World

AstraZeneca to seek U.S. approval of COVID vaccine

AstraZeneca said Thursday that it intends to seek U.S. authorization for its COVID-19 vaccine in the second half of this year, offering a new timetable for the much-delayed application.

700 million doses have been delivered to over 170 countries, company says

A nurse prepares a dose of the AstraZeneca vaccine against COVID-19, donated by the U.S., at a vaccination centre in San Juan Sacatepequez, Guatemala, earlier this month. (Johan Ordonez/AFP/Getty Images)

AstraZeneca said Thursday that it intends to seek U.S. authorization for its COVID-19 vaccine in the second half of this year, offering a new timetable for the much-delayed application.

The Anglo-Swedish drugmaker announced the schedule as it released second-quarter financial results, which showed that the company and its sub-licensees delivered more than 700 million doses of the vaccine to over 170 countries in the first half of this year. That includes 80 million doses that went to the COVAX initiative for low- and middle-income countries.

The vaccine was developed by Oxford University researchers, who licensed the technology to AstraZeneca in an effort to tap into the company's global manufacturing and distribution capacity. AstraZeneca, in turn, authorizes other companies to produce the shots around the world. 

The news on the U.S. filing is being closely watched, as the timeframe has slipped.

When AstraZeneca released data from its U.S. trial of the vaccine on March 22, company officials said they expected to seek authorization from the Food and Drug Administration in the first half of April. In April, the company said it expected to submit a U.S. application in the "coming weeks."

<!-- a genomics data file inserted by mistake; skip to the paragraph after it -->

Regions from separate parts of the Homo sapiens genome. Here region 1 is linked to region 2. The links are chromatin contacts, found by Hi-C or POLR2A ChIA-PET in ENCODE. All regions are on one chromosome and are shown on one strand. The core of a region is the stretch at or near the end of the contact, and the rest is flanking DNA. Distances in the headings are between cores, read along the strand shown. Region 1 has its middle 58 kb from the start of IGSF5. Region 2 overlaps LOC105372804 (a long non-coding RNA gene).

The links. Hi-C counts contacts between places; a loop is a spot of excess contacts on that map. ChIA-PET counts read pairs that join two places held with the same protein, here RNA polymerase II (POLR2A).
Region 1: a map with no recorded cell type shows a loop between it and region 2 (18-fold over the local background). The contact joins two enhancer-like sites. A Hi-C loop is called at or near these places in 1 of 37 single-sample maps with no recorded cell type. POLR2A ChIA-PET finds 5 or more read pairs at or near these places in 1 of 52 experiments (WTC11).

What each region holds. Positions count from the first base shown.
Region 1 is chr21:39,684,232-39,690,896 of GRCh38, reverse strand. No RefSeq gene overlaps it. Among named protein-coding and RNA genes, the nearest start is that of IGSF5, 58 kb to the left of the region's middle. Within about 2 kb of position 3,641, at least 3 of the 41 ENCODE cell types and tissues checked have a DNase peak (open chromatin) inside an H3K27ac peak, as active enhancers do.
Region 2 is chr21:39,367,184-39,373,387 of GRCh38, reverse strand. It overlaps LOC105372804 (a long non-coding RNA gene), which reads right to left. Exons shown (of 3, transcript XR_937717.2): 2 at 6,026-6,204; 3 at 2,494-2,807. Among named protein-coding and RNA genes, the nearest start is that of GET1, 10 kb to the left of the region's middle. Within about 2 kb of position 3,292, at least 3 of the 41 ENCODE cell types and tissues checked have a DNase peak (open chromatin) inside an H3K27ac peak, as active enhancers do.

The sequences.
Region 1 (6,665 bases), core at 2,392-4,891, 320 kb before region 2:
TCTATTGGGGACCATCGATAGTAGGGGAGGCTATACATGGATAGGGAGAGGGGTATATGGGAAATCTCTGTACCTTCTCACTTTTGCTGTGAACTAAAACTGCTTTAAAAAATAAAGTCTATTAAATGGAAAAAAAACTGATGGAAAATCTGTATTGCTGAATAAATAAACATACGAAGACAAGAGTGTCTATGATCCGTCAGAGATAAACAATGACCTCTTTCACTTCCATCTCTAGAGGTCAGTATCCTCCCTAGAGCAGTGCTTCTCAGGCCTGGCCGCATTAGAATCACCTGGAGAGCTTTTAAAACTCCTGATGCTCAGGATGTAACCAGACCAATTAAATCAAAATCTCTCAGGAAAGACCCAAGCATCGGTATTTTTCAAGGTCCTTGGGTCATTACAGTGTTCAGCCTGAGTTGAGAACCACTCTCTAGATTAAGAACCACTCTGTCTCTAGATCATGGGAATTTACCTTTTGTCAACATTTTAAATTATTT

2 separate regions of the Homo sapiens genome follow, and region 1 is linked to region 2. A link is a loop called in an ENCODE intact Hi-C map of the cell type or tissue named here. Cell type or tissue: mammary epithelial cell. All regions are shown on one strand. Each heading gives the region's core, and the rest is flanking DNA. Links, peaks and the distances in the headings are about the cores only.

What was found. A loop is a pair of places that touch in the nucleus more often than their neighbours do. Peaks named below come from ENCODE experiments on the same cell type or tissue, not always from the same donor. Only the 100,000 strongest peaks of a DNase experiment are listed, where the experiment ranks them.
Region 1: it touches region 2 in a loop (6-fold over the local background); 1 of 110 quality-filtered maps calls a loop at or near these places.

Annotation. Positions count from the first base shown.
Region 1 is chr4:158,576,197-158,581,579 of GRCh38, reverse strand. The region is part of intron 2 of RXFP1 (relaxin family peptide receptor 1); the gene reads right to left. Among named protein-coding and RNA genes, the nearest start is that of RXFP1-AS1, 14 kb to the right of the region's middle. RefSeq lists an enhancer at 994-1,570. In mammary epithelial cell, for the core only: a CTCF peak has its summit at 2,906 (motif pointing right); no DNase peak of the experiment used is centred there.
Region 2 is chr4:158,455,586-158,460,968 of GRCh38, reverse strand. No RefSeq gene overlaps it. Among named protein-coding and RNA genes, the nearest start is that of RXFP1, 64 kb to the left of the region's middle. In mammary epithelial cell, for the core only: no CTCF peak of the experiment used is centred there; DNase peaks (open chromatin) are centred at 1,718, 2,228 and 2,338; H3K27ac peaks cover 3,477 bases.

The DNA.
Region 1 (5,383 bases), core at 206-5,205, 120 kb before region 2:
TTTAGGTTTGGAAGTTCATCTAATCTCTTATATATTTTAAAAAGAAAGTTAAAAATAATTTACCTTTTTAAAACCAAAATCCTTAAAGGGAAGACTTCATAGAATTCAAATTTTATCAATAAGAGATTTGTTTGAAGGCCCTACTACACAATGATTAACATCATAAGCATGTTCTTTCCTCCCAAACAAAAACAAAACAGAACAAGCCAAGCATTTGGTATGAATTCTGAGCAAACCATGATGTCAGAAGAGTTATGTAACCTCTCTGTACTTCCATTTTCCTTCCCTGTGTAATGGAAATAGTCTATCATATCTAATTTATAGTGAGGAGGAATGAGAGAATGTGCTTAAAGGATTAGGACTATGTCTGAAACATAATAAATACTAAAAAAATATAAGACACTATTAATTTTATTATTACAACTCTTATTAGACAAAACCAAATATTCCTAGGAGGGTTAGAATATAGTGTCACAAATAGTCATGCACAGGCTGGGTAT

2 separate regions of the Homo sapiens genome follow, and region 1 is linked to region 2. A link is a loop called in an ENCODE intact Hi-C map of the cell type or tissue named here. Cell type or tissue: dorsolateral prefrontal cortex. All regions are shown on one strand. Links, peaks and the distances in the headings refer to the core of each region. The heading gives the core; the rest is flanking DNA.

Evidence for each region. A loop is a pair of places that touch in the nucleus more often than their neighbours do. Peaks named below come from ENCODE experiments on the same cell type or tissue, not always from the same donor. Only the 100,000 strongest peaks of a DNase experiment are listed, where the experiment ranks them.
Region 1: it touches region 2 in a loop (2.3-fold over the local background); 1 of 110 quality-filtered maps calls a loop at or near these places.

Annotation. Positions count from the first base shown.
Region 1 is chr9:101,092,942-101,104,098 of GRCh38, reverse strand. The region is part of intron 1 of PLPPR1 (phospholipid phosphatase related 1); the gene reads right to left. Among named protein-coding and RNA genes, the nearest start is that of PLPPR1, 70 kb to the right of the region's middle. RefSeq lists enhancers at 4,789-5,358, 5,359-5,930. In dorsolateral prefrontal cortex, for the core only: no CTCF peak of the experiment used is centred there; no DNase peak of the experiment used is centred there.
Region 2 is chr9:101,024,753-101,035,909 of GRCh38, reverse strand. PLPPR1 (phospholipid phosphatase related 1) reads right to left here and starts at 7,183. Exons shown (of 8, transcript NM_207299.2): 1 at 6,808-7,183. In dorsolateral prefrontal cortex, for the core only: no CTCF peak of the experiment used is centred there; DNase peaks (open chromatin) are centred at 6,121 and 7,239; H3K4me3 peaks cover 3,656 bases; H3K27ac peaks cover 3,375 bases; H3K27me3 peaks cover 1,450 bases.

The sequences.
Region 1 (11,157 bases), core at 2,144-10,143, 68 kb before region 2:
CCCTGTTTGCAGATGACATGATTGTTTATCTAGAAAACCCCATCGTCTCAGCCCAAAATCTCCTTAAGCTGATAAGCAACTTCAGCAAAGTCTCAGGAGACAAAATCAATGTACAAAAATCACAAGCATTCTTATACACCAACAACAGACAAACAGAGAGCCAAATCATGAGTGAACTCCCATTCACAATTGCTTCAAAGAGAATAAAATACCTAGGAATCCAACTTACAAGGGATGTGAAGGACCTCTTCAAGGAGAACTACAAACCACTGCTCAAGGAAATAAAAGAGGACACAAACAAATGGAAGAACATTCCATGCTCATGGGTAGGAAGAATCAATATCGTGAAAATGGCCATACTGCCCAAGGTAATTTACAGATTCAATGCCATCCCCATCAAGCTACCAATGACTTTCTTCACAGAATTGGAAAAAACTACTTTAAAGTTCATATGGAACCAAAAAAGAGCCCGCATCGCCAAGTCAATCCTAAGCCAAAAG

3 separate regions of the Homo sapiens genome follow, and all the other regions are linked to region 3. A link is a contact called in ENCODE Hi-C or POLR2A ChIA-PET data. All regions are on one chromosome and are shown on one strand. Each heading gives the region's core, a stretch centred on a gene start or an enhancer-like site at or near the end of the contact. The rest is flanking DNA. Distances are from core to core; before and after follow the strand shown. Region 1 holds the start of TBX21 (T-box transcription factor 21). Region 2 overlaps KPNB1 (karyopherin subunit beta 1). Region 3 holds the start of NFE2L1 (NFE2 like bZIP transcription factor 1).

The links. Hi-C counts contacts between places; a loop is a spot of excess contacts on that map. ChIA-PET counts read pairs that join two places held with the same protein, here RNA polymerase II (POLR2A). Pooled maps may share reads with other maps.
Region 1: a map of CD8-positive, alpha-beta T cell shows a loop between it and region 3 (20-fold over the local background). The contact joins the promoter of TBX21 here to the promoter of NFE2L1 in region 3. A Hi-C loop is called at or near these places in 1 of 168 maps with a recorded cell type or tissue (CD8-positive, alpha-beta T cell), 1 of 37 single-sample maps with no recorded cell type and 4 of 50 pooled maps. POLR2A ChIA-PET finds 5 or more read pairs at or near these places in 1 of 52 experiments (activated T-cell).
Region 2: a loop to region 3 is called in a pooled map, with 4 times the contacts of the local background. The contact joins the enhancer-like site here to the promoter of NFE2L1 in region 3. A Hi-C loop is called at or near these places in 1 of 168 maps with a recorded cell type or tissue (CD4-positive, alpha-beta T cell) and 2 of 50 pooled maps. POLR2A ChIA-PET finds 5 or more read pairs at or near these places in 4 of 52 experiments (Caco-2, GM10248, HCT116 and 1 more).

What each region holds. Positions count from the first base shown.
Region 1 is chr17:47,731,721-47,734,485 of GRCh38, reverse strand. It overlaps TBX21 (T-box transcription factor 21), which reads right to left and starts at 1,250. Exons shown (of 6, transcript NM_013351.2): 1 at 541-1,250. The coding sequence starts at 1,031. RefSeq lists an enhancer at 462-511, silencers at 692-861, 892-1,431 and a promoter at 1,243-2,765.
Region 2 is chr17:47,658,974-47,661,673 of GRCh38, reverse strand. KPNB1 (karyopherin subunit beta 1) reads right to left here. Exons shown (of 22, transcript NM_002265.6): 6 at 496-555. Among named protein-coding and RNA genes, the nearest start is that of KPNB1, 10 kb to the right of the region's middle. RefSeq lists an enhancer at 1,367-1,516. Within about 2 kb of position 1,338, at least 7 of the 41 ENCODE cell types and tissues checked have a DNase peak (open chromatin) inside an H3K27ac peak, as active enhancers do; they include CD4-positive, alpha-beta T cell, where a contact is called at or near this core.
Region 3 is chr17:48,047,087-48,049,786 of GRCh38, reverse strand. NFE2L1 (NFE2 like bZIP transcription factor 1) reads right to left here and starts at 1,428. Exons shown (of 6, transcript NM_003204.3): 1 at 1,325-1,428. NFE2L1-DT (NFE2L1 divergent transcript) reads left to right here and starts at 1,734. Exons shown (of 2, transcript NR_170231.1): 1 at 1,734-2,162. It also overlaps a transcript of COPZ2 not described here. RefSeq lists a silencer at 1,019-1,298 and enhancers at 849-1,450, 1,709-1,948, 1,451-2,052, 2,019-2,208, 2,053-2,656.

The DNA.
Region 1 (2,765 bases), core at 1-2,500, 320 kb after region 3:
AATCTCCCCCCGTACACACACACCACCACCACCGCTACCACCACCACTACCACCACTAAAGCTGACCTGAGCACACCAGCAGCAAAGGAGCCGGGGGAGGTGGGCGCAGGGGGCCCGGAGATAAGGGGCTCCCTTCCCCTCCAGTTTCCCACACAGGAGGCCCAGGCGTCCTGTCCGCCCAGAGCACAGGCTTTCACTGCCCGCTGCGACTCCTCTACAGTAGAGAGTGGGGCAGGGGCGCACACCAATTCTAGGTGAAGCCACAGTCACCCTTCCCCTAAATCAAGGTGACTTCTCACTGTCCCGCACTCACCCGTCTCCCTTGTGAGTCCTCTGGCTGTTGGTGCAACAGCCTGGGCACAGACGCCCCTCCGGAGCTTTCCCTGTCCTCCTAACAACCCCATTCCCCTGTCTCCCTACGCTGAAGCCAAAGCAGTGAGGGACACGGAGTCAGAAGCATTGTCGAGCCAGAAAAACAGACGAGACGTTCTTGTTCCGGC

Canada, the U.K., European Union and World Health Organization have already authorized use of the AstraZeneca vaccine.

AstraZeneca reported first-half revenue of $1.17 billion US from deliveries of 319 million doses of the vaccine that were supplied directly by the company. AstraZeneca has pledged to deliver the vaccine on a non-profit basis as long as the pandemic lasts.

A health worker administers a shot of the AstraZeneca COVID-19 vaccine at the Central Vaccination Center in Bangkok. Thailand is dealing with a surge in COVID-19 cases. (Sakchai Lalit/The Associated Press)

Despite complaints from the EU about its vaccine supply, the 27-nation bloc received more doses directly from AstraZeneca than any other single entity in the first half of the year. The company shipped 97 million doses to the EU, while Brazil got 65 million and the U.K. 52 million.

AstraZeneca said. Gavi, an alliance that secures vaccines for low-income countries, received 49 million doses, and another 57 million doses went to other countries.

Sub-licensees, including the Serum Institute of India, supplied millions more doses, pushing global deliveries to more than 700 million.

Add some “good” to your morning and evening.

A variety of newsletters you'll love, delivered straight to you.

Sign up now

Comments

To encourage thoughtful and respectful conversations, first and last names will appear with each submission to CBC/Radio-Canada's online communities (except in children and youth-oriented communities). Pseudonyms will no longer be permitted.

By submitting a comment, you accept that CBC has the right to reproduce and publish that comment in whole or in part, in any manner CBC chooses. Please note that CBC does not endorse the opinions expressed in comments. Comments on this story are moderated according to our Submission Guidelines. Comments are welcome while open. We reserve the right to close comments at any time.

Become a CBC Member

Join the conversation  Create account

Already have an account?

now